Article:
“The freight train woke me up at 3 o’clock,” Pastor Jay Adkins said. “I ran outside and saw the back end of that tornado plowing through Westwego. The path it left was narrow, but the destruction was total.”
Jay awakened his minister of youth Brian Sholle and they began searching through the dark neighborhood–the power was out although fires were springing up in the tornado’s wake–for anyone they could help.
“We ran into the police chief,” Jay said, “and he remembered me from Katrina when we were so involved in disaster relief work. He said, ‘I need your help, reverend.’ He had about 50 people, many of them women with babies, he had to take care of. He said, ‘I need diapers and formula.'”
Jay and Brian caught the manager of the local Winn-Dixie just as he was opening up. He emptied the shelves of those products and loaded them down, and they rushed back to help the victims.
Apparently there were three tornadoes in our immediate area last night, this one in Westwego which crossed the river into the Carrollton section of New Orleans, causing a lot of damage there, another in the Franklin Avenue/Pontchartrain Park section of Gentilly, and a third one somewhere. The Westwego twister took the top off a motel alongside the West Bank Expressway, which gave a hundred guests the surprise of their lives when rain started pouring in on their beds. Police shut down that section of the expressway all day, and closed much of the town of Westwego.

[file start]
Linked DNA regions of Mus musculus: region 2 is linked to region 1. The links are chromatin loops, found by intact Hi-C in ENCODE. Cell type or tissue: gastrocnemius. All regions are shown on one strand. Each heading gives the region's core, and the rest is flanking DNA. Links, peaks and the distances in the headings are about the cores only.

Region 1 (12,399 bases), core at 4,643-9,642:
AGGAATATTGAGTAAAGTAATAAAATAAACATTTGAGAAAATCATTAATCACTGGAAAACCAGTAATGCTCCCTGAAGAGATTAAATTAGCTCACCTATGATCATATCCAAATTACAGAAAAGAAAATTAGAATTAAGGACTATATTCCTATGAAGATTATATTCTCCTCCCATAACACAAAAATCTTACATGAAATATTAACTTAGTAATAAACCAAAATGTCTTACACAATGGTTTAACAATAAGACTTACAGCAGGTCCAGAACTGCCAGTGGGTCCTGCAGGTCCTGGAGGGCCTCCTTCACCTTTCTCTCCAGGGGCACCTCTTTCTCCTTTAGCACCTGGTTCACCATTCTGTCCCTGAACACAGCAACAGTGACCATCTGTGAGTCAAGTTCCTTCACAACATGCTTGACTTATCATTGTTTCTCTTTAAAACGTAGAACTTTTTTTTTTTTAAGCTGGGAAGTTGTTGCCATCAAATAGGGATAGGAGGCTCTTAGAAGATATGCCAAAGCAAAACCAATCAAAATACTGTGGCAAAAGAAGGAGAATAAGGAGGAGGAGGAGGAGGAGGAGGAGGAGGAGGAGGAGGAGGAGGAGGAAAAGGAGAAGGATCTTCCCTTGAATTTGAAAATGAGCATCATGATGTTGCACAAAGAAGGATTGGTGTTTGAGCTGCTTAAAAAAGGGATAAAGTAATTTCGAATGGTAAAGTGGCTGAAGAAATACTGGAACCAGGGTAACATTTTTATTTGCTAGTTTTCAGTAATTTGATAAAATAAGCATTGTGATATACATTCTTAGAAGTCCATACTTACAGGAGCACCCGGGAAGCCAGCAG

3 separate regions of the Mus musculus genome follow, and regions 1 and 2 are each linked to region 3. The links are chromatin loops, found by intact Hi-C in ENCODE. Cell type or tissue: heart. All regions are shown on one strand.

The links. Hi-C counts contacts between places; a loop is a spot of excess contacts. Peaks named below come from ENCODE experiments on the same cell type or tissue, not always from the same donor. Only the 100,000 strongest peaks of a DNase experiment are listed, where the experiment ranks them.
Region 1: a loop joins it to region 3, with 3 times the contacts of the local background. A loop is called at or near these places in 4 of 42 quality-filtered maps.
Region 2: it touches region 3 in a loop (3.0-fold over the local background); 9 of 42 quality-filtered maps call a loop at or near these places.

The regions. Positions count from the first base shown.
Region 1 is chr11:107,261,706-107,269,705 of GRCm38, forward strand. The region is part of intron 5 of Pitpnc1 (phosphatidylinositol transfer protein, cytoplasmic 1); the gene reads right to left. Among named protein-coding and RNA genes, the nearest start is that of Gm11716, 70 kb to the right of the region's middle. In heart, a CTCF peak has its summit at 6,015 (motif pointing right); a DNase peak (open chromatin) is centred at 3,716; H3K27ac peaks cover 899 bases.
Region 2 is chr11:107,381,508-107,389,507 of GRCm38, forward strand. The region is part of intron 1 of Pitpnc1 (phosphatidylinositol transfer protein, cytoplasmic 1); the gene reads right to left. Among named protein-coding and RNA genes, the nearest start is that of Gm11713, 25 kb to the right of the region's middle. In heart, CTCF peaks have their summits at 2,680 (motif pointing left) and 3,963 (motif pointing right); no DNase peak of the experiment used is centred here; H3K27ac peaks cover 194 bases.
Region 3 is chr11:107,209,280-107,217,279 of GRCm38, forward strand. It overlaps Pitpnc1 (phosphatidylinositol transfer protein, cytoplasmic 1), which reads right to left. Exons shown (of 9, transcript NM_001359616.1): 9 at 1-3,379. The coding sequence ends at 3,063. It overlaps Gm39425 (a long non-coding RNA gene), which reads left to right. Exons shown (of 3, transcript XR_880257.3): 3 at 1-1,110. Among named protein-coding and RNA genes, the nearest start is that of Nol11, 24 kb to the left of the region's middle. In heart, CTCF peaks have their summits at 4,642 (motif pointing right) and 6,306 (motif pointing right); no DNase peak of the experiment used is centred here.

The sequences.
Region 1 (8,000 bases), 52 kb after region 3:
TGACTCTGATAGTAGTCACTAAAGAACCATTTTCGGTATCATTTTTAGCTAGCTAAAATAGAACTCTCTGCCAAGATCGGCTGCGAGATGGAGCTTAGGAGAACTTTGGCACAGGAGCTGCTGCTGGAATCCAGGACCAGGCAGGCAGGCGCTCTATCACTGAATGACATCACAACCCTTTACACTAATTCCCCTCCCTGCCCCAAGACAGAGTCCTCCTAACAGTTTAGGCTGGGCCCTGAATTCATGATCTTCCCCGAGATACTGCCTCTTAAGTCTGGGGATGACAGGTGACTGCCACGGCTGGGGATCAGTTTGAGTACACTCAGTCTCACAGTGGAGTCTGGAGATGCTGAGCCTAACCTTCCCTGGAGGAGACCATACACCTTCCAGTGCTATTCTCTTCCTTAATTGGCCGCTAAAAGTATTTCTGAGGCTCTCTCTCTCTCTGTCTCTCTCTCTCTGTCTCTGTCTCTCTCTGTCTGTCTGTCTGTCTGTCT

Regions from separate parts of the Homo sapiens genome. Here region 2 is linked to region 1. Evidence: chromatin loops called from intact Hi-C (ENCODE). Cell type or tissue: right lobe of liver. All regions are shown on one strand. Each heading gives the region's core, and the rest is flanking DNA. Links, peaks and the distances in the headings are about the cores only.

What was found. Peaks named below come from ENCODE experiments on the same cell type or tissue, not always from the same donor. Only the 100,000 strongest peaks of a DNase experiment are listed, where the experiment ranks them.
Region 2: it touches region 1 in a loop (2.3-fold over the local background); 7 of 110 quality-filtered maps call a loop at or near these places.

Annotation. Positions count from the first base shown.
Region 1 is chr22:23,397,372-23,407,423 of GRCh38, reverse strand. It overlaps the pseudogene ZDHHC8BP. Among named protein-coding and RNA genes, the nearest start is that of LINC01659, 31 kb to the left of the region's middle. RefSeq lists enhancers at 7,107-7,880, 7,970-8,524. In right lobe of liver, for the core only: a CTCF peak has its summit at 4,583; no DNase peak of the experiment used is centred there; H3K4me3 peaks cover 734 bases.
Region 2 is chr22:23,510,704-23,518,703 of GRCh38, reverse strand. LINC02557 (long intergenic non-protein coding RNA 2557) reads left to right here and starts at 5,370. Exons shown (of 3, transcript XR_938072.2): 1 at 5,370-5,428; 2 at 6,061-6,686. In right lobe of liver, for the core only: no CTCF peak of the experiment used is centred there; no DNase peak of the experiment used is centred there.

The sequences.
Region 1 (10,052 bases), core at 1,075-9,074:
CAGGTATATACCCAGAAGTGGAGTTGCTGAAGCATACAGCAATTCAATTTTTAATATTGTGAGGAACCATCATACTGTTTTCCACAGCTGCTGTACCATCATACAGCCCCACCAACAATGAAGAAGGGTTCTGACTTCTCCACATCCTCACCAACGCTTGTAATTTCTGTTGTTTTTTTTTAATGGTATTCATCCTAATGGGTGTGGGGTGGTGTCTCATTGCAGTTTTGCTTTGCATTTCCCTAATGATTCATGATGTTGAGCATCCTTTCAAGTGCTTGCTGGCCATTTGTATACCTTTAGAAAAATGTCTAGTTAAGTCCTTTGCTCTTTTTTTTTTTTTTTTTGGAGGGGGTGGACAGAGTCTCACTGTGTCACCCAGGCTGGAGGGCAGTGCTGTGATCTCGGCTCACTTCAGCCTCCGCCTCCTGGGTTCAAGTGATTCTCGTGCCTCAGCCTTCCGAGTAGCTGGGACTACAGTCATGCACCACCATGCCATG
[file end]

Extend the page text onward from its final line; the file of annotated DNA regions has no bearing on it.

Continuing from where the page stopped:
Only one person was killed. Stella Chambers was in her 80s and had survived Katrina. She was living in a FEMA trailer and excited that her flooded home had been restored and she was close to moving back in. The tornado picked up both her trailer and the two story house and spun them through the air. She died soon after the trailer dropped to the ground with her inside.
Jay Adkins had to get to his seminary classes this morning and was there when I caught him by cell phone. Later he called to say he was back in Westwego and doing what he could to help people. “The governor landed in her big helicopter,” he said. “It was sickening to see all the dignitaries rushing to squeeze into a photo with her when the Red Cross was over there knocking themselves out.”
When I arrived at our associational offices this (Tuesday) morning, Ninfa and Lynn announced that our power was out. To their great chagrin, they had to take the rest of the day off and go home. I know it broke their hearts.